Page 793 - Week 03 - Tuesday, 1 April 2008
one’s peers, and by peers we mean other citizens. These provisions are going to result in a broader cross-section of society being eligible for jury duty, which will make the juries more representative of the community at large—surely a good thing if we accept that the jury system represents community standards and values and is a desirable safeguard against arbitrary government. There are no provisions absolving people with a disability from being charged with an offence and, if they are charged, it would seem a bit unfair that they could not be tried before a jury which at least held the possibility of including people with similar disabilities who would stand a better chance of being able to understand their life experiences.
I note the committee’s concerns about the admission of non-jurors to the jury room in order to assist a blind or deaf juror. I assume that this problem has been resolved in other jurisdictions and I assume that JACS has decided that it will not present a major obstacle. I do hope that the court’s budget is increased to cover the costs associated with the amendment. Alternatively, or additionally if it does not already do so, perhaps the government could have someone on hand to provide signing services for the whole of government and to help with general policy consultation with citizens with disabilities. However, I am not sure that I can agree with the Attorney-General when he says that these amendments are of a merely minor and technical nature. This, for instance, is one provision that will be of considerable importance to people affected by it.
In strict technical terms, the amendment to the Civil Law (Sale of Residential Property) Act 2003 creates a strict liability offence. It removes one strict liability offence from the statute book and then it creates another. But, in reality, the amendment does do what the Attorney-General says it does in his response to the scrutiny of bills report: it adds a sensible defence to the offence, and the minister is to be congratulated for injecting some more commonsense into the act.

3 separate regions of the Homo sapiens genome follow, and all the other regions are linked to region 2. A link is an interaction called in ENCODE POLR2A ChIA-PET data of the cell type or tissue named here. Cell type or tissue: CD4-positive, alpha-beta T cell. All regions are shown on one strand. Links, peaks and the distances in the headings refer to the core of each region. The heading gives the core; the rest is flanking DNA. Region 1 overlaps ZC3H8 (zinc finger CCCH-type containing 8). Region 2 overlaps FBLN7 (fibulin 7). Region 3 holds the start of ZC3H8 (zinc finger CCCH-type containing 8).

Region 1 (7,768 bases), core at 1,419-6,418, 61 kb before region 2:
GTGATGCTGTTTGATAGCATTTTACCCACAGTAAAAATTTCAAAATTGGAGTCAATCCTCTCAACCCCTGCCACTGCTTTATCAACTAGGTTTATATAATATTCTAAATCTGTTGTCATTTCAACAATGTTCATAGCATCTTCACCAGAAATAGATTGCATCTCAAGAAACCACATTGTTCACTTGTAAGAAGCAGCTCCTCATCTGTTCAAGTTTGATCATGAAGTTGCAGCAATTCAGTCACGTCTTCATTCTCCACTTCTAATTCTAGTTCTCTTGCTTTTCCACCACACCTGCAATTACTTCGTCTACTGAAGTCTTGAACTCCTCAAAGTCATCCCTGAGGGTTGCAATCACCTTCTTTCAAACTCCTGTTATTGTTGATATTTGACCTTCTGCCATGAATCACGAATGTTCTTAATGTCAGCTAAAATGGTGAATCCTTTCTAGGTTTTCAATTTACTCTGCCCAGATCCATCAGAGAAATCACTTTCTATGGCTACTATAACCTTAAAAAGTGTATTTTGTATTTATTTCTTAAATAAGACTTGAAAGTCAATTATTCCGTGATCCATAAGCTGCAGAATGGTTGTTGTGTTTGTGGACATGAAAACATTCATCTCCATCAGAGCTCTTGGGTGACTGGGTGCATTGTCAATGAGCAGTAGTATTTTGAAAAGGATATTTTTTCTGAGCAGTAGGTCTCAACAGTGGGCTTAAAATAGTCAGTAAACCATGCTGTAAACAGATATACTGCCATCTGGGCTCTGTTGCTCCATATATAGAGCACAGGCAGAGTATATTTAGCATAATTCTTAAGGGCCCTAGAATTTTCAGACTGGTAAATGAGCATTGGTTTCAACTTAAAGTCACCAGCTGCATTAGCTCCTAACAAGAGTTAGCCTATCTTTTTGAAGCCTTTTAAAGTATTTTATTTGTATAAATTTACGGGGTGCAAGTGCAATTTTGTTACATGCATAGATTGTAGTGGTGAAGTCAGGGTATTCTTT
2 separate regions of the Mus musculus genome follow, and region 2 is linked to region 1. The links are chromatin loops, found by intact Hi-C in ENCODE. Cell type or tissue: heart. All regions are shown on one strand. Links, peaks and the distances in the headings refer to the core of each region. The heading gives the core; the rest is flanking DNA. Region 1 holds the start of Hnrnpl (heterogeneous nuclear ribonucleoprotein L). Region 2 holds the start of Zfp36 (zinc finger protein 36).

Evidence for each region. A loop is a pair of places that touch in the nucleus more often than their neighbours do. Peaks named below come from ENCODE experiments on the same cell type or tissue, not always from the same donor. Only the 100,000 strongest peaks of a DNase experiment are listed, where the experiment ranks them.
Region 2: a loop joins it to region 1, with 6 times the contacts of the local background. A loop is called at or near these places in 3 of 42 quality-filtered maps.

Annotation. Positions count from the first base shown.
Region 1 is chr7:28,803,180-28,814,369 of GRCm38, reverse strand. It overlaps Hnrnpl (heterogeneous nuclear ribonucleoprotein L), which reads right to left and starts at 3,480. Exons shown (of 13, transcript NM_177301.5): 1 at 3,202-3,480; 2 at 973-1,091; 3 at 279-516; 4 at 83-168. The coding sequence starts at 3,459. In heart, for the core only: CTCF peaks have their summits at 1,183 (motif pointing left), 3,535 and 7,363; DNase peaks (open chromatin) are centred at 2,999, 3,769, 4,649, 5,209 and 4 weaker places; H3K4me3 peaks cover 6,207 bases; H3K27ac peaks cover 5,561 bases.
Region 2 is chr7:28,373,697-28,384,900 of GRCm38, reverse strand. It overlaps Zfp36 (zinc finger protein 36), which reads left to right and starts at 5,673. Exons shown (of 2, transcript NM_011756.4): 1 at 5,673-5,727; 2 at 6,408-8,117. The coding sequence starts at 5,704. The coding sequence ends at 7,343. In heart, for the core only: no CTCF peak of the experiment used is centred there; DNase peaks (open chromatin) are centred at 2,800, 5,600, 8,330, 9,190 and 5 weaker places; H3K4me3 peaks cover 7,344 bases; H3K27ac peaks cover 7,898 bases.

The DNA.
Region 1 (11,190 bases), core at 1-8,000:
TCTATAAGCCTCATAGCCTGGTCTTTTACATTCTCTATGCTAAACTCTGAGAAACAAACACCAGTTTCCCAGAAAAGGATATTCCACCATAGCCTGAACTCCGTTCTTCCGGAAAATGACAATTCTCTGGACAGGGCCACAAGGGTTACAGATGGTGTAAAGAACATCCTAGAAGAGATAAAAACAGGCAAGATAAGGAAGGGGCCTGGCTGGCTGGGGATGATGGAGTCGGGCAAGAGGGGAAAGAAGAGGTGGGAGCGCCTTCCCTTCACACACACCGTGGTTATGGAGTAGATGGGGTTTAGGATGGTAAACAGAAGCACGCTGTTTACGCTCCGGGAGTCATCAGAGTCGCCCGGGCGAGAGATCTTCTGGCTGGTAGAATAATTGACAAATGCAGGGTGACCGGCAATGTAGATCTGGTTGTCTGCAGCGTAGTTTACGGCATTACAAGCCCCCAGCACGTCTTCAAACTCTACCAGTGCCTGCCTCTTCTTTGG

On their face, strict liability offences derogate from a number of human rights. In this case, the committee identified the right to be presumed innocent and the right to liberty and security. Whether such a derogation is justifiable and desirable is a matter for reasoned ethical and legal reasoning. That reasoning should always take place and it should always be a matter for the public record, not locked away in a secret departmental filing cabinet, as is usually the case given the present arrangements for the issue of human rights compatibility statements.
In the case of section 10 of the Civil Law (Sale of Residential Property) Act, I think the derogation is justifiable, particularly after this amendment takes effect. While I am mindful of the ongoing review of strict liability offences in the territory, it is by its very nature a very ongoing review and it should not prevent or discourage the Attorney-General from instructing his staff to stay alert to the possibility of enacting similar amendments to other existing strict liability offences where it is possible to provide a defence that limits the class of actions which attract the legal liability.
In many cases, the mental element of an offence is removed for reasons of administrative expedience because of the difficulty in obtaining probative evidence, particularly evidence concerning the state of mind of the accused. In these cases, the primary intention is not to capture everyone who commits the offence. Having been